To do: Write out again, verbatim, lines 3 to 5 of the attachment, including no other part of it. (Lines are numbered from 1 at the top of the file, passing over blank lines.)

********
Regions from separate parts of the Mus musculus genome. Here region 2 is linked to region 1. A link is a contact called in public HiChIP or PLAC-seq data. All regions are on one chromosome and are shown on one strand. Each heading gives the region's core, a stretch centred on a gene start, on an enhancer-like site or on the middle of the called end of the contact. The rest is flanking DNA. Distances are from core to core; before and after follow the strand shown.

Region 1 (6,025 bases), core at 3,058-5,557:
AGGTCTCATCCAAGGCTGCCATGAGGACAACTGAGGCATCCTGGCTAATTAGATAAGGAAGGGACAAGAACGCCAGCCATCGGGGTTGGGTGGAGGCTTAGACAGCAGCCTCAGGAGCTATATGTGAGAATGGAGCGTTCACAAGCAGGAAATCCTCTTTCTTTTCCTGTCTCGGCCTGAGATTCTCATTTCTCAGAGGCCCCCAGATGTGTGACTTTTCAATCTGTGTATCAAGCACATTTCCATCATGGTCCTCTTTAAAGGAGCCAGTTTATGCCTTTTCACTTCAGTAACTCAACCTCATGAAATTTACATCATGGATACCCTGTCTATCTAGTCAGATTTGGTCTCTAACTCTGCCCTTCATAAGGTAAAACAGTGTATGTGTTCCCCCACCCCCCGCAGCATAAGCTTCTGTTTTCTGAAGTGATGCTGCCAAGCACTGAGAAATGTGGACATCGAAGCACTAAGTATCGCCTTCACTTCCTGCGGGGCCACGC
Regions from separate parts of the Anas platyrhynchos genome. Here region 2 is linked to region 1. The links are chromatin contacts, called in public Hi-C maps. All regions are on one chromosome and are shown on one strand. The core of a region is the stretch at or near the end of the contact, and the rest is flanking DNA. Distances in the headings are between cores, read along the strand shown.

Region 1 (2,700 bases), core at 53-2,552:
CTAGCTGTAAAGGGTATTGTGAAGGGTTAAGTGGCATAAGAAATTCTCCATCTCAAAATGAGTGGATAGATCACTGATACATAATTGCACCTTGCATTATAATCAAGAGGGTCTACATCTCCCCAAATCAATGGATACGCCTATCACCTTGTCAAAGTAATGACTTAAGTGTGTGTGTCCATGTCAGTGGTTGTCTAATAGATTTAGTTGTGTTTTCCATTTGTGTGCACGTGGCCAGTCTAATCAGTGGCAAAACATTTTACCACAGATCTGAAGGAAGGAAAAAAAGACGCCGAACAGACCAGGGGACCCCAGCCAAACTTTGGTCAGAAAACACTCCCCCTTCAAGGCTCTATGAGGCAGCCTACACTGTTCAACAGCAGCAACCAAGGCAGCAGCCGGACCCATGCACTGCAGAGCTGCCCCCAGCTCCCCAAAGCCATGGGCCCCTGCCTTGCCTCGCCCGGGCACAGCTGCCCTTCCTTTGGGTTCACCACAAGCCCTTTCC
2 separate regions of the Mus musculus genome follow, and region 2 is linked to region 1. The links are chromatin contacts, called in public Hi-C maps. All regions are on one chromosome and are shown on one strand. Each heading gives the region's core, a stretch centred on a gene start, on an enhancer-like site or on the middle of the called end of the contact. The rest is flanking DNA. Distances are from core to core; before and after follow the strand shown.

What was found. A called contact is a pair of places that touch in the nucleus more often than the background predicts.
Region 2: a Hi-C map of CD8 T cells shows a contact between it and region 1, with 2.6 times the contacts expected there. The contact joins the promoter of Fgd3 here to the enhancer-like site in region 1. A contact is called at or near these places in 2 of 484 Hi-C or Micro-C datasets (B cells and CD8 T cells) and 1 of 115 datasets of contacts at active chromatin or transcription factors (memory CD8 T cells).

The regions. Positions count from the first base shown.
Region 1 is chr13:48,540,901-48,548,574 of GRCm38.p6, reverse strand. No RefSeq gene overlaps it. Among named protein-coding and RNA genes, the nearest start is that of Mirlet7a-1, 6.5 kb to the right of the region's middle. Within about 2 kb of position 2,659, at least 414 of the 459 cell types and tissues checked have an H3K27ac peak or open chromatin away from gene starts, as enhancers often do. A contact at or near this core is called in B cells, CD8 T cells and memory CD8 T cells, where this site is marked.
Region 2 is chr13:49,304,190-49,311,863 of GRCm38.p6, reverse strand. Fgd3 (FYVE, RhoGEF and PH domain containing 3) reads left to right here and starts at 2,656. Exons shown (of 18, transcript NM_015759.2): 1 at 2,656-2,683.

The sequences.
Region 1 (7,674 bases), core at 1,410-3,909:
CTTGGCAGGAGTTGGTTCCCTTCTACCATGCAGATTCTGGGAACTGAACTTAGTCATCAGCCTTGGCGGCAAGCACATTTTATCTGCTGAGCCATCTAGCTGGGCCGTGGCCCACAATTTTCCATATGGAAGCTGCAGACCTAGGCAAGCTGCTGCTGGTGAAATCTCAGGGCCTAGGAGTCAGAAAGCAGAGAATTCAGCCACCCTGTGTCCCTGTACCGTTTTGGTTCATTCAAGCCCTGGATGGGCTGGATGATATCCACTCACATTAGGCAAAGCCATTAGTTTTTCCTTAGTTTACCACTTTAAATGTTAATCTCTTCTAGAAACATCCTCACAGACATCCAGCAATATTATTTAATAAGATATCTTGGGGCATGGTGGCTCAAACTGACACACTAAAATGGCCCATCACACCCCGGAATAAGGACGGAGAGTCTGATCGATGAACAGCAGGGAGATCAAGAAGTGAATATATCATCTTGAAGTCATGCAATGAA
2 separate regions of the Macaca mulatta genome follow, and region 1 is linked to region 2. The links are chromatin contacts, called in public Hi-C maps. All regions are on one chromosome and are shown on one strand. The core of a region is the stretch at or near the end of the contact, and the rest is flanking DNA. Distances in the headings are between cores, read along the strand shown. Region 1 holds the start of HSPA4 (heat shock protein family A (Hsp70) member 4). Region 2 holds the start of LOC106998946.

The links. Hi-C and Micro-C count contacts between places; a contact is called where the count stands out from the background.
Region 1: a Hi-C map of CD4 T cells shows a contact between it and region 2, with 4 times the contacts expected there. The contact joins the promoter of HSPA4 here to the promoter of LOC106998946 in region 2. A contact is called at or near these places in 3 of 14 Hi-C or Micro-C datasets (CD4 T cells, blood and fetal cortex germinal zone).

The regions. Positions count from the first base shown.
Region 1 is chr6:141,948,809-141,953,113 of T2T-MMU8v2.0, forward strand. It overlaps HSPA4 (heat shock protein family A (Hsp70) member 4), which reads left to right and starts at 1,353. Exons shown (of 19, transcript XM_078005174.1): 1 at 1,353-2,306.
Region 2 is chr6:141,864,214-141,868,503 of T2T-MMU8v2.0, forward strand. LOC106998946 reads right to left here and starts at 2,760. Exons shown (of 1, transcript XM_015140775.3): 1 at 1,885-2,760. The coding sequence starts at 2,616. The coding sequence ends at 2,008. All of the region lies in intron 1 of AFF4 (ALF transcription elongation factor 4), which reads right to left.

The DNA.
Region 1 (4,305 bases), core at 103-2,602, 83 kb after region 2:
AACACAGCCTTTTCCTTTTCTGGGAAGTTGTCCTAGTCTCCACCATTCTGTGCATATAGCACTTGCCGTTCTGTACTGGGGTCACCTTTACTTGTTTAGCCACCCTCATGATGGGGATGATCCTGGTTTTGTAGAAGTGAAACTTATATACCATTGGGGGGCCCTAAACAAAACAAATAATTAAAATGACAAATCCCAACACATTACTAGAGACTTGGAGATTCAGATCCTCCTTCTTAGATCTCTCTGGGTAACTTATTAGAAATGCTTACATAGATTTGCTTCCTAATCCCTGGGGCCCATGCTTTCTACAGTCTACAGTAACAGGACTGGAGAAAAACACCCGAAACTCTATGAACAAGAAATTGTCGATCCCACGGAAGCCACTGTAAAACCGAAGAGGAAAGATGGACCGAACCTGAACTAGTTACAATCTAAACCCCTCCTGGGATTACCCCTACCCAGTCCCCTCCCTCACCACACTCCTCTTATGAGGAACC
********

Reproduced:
AGGTCTCATCCAAGGCTGCCATGAGGACAACTGAGGCATCCTGGCTAATTAGATAAGGAAGGGACAAGAACGCCAGCCATCGGGGTTGGGTGGAGGCTTAGACAGCAGCCTCAGGAGCTATATGTGAGAATGGAGCGTTCACAAGCAGGAAATCCTCTTTCTTTTCCTGTCTCGGCCTGAGATTCTCATTTCTCAGAGGCCCCCAGATGTGTGACTTTTCAATCTGTGTATCAAGCACATTTCCATCATGGTCCTCTTTAAAGGAGCCAGTTTATGCCTTTTCACTTCAGTAACTCAACCTCATGAAATTTACATCATGGATACCCTGTCTATCTAGTCAGATTTGGTCTCTAACTCTGCCCTTCATAAGGTAAAACAGTGTATGTGTTCCCCCACCCCCCGCAGCATAAGCTTCTGTTTTCTGAAGTGATGCTGCCAAGCACTGAGAAATGTGGACATCGAAGCACTAAGTATCGCCTTCACTTCCTGCGGGGCCACGC
Regions from separate parts of the Anas platyrhynchos genome. Here region 2 is linked to region 1. The links are chromatin contacts, called in public Hi-C maps. All regions are on one chromosome and are shown on one strand. The core of a region is the stretch at or near the end of the contact, and the rest is flanking DNA. Distances in the headings are between cores, read along the strand shown.

Region 1 (2,700 bases), core at 53-2,552: